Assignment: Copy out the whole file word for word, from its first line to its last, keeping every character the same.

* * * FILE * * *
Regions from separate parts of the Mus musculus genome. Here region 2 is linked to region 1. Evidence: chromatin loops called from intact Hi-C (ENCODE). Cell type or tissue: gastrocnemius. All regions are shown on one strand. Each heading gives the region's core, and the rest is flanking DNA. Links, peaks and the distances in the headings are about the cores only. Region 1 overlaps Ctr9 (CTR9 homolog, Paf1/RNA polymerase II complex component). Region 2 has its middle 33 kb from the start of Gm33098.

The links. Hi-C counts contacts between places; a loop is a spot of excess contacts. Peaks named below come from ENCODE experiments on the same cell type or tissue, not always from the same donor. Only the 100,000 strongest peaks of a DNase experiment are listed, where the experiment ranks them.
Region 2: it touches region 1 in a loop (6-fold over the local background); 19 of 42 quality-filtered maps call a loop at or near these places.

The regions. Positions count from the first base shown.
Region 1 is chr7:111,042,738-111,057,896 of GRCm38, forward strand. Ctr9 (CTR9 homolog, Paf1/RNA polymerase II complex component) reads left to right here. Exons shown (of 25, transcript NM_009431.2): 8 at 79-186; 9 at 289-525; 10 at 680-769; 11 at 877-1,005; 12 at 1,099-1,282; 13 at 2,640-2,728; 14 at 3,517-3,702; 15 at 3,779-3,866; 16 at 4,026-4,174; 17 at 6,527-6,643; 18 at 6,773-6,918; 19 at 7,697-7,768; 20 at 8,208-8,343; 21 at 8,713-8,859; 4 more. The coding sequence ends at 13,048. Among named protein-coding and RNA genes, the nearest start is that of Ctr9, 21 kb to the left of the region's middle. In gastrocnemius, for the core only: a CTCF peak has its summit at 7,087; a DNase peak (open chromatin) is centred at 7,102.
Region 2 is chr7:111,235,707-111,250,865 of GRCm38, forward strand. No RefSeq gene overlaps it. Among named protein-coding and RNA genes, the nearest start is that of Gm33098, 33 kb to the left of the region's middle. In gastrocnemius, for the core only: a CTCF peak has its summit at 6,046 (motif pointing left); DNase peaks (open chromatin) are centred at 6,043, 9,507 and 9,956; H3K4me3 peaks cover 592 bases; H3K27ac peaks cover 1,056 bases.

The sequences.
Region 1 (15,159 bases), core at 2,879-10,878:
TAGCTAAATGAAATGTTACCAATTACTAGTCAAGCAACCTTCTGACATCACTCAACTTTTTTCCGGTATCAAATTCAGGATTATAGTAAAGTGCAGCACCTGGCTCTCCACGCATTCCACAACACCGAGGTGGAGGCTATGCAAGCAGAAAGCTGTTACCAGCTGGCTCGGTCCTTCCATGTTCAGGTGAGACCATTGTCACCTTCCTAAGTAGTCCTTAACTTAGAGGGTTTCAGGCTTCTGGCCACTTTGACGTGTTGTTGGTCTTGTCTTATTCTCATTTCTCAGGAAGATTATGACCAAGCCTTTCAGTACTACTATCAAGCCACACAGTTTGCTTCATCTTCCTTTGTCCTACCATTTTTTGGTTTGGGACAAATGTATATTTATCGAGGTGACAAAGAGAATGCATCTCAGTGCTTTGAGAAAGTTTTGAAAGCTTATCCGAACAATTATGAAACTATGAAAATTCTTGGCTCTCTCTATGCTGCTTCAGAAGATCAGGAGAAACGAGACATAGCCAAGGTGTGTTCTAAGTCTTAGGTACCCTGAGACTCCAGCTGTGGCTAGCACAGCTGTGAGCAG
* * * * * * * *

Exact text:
Regions from separate parts of the Mus musculus genome. Here region 2 is linked to region 1. Evidence: chromatin loops called from intact Hi-C (ENCODE). Cell type or tissue: gastrocnemius. All regions are shown on one strand. Each heading gives the region's core, and the rest is flanking DNA. Links, peaks and the distances in the headings are about the cores only. Region 1 overlaps Ctr9 (CTR9 homolog, Paf1/RNA polymerase II complex component). Region 2 has its middle 33 kb from the start of Gm33098.

The links. Hi-C counts contacts between places; a loop is a spot of excess contacts. Peaks named below come from ENCODE experiments on the same cell type or tissue, not always from the same donor. Only the 100,000 strongest peaks of a DNase experiment are listed, where the experiment ranks them.
Region 2: it touches region 1 in a loop (6-fold over the local background); 19 of 42 quality-filtered maps call a loop at or near these places.

The regions. Positions count from the first base shown.
Region 1 is chr7:111,042,738-111,057,896 of GRCm38, forward strand. Ctr9 (CTR9 homolog, Paf1/RNA polymerase II complex component) reads left to right here. Exons shown (of 25, transcript NM_009431.2): 8 at 79-186; 9 at 289-525; 10 at 680-769; 11 at 877-1,005; 12 at 1,099-1,282; 13 at 2,640-2,728; 14 at 3,517-3,702; 15 at 3,779-3,866; 16 at 4,026-4,174; 17 at 6,527-6,643; 18 at 6,773-6,918; 19 at 7,697-7,768; 20 at 8,208-8,343; 21 at 8,713-8,859; 4 more. The coding sequence ends at 13,048. Among named protein-coding and RNA genes, the nearest start is that of Ctr9, 21 kb to the left of the region's middle. In gastrocnemius, for the core only: a CTCF peak has its summit at 7,087; a DNase peak (open chromatin) is centred at 7,102.
Region 2 is chr7:111,235,707-111,250,865 of GRCm38, forward strand. No RefSeq gene overlaps it. Among named protein-coding and RNA genes, the nearest start is that of Gm33098, 33 kb to the left of the region's middle. In gastrocnemius, for the core only: a CTCF peak has its summit at 6,046 (motif pointing left); DNase peaks (open chromatin) are centred at 6,043, 9,507 and 9,956; H3K4me3 peaks cover 592 bases; H3K27ac peaks cover 1,056 bases.

The sequences.
Region 1 (15,159 bases), core at 2,879-10,878:
TAGCTAAATGAAATGTTACCAATTACTAGTCAAGCAACCTTCTGACATCACTCAACTTTTTTCCGGTATCAAATTCAGGATTATAGTAAAGTGCAGCACCTGGCTCTCCACGCATTCCACAACACCGAGGTGGAGGCTATGCAAGCAGAAAGCTGTTACCAGCTGGCTCGGTCCTTCCATGTTCAGGTGAGACCATTGTCACCTTCCTAAGTAGTCCTTAACTTAGAGGGTTTCAGGCTTCTGGCCACTTTGACGTGTTGTTGGTCTTGTCTTATTCTCATTTCTCAGGAAGATTATGACCAAGCCTTTCAGTACTACTATCAAGCCACACAGTTTGCTTCATCTTCCTTTGTCCTACCATTTTTTGGTTTGGGACAAATGTATATTTATCGAGGTGACAAAGAGAATGCATCTCAGTGCTTTGAGAAAGTTTTGAAAGCTTATCCGAACAATTATGAAACTATGAAAATTCTTGGCTCTCTCTATGCTGCTTCAGAAGATCAGGAGAAACGAGACATAGCCAAGGTGTGTTCTAAGTCTTAGGTACCCTGAGACTCCAGCTGTGGCTAGCACAGCTGTGAGCAG